Updated 4:25 p.m.
FAIRBANKS - A flood of diverted flights filled Fairbanks International Airport with stranded passengers early this morning, swamping the facility with hundreds of unexpected overnight guests.
The travelers were aboard seven passenger jets that were rerouted from landing in Anchorage to avoid a late-night windstorm. The jets — four Alaska Airlines flights, as well as single flights from Delta, United and U.S. Airways — all landed between midnight and 1:30 this morning, said airport spokeswoman Angie Spear. A Northern Air Cargo jet also landed during that time.
At the peak, 740 unscheduled passengers were loaded into the airport, Spear said. To serve those customers, the upstairs restaurant and gift shop remained open past their regular hours. TSA workers also remained on duty all night, allowing travelers to move back and forth between the security area and other parts of the airport, Spear said.
“We were able to accommodate the passengers as best we could,” she said. “Obviously, being overnight at an airport is unusual.”
The Delta, United and U.S. Airways flights all departed at around 3 a.m., reducing much of the passenger backlog. But Alaska Airlines was still working to move its passengers this morning. Roughly 100 people were still stuck in Fairbanks at about 10 a.m., Spear said.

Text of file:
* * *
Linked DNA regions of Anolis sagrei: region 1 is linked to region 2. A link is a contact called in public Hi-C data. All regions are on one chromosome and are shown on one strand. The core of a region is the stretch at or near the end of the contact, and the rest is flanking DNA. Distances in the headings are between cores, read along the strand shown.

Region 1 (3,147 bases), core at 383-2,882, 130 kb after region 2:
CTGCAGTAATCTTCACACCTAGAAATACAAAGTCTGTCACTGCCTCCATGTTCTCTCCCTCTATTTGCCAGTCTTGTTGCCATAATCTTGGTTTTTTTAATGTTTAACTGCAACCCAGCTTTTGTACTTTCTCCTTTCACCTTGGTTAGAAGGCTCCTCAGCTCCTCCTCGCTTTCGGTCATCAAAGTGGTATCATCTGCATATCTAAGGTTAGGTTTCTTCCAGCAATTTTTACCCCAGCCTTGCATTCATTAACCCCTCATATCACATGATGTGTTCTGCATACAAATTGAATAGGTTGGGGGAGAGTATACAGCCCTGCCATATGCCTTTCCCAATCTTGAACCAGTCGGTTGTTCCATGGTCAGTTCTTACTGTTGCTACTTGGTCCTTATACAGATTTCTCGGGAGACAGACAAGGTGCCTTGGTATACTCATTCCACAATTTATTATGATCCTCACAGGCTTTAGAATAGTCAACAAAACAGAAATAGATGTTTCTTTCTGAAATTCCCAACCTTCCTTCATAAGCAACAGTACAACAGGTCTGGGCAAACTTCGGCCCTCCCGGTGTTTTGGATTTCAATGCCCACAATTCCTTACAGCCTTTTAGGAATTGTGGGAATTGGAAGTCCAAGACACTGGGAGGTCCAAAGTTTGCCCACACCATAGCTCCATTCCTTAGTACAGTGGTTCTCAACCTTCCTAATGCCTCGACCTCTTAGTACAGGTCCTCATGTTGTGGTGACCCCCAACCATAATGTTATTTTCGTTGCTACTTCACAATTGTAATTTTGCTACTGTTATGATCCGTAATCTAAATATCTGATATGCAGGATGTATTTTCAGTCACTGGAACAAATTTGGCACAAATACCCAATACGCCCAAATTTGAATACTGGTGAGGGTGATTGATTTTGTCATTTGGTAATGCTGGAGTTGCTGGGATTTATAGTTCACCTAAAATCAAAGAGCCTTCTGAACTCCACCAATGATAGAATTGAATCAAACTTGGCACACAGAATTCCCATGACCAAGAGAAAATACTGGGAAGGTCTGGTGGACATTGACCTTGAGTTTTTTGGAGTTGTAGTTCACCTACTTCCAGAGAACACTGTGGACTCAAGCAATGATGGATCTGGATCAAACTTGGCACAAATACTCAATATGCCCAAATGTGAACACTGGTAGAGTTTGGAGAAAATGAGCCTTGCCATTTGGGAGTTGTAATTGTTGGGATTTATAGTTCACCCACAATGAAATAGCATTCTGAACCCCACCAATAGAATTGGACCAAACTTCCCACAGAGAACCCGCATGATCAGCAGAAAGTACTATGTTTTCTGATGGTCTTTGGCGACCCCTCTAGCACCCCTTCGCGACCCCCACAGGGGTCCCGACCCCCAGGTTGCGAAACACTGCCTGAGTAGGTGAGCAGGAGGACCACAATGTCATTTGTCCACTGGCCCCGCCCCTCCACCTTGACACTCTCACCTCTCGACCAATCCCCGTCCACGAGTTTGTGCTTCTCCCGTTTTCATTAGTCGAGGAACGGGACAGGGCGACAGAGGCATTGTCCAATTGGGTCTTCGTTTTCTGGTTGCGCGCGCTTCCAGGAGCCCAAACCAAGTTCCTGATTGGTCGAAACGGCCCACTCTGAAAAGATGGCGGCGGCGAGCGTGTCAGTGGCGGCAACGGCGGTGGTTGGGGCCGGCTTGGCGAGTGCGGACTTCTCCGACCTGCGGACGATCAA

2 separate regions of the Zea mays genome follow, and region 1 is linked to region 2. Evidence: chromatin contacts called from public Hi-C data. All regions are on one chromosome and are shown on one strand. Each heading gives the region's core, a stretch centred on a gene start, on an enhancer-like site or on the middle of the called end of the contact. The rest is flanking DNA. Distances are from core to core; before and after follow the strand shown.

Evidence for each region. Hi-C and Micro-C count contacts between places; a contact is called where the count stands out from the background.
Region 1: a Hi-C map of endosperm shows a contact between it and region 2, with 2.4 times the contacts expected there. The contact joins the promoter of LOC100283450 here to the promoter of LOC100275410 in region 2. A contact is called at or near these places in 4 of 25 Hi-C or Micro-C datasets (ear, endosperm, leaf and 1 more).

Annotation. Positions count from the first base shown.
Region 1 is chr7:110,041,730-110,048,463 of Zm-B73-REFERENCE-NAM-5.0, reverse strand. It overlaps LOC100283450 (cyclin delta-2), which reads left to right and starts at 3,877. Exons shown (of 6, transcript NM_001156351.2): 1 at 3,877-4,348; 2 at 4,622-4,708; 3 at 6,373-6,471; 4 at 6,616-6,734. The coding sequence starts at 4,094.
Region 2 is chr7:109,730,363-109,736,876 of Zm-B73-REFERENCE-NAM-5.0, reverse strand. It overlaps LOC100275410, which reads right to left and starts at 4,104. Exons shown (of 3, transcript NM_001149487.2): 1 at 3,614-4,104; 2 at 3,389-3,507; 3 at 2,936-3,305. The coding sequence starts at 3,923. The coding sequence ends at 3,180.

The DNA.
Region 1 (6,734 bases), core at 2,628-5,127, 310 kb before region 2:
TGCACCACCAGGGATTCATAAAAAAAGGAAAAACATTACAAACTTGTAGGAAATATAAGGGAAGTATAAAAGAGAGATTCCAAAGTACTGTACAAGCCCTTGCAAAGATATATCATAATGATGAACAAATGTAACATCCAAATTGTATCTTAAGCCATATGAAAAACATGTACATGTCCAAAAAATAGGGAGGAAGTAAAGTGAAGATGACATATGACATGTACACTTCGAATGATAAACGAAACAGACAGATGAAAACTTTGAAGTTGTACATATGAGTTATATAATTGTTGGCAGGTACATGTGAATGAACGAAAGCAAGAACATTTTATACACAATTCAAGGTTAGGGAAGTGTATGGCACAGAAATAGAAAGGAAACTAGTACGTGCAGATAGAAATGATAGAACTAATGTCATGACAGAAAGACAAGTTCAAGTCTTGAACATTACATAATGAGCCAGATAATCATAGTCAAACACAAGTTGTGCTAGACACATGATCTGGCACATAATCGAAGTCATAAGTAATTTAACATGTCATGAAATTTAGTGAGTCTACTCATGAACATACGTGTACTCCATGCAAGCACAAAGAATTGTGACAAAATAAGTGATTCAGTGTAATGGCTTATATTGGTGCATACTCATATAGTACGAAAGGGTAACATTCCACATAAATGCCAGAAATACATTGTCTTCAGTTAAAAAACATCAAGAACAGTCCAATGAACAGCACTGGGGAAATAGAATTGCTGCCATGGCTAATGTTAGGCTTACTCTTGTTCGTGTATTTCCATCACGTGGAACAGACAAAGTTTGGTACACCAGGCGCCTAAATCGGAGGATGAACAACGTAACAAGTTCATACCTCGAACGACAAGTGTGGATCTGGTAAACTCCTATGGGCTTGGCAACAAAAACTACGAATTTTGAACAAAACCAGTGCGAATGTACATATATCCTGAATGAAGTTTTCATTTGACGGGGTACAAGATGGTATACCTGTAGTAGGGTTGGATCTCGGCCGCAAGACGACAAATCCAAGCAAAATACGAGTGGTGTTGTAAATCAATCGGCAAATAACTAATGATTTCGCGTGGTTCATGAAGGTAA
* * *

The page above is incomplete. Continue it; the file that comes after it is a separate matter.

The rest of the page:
Alaska Airlines spokeswoman Marianne Lindsey said the airline’s crews had worked the maximum allowed number of hours under federal regulations once the diverted flights were included. Because of that, those crews were unable to resume the flights once the weather in Anchorage cleared.
“While the other airlines were able to put their crews on their planes in the middle of the night, we weren’t able to do that,” Lindsey said.
Three additional Alaska Airlines flights were added to the schedule today to move the stranded passengers, Lindsey said, with the last group flown out at about 3 p.m.
Spear said Fairbanks International Airport has received diverted jets many times before, most notably in 2009 when numerous flights were rerouted to avoid volcanic eruptions in Russia. But she couldn’t recall a time when so many jets piled up at such an odd hour.
“We got diversions, but not this many, this fast,” she said.
Contact staff writer Jeff Richardson at 459-7518.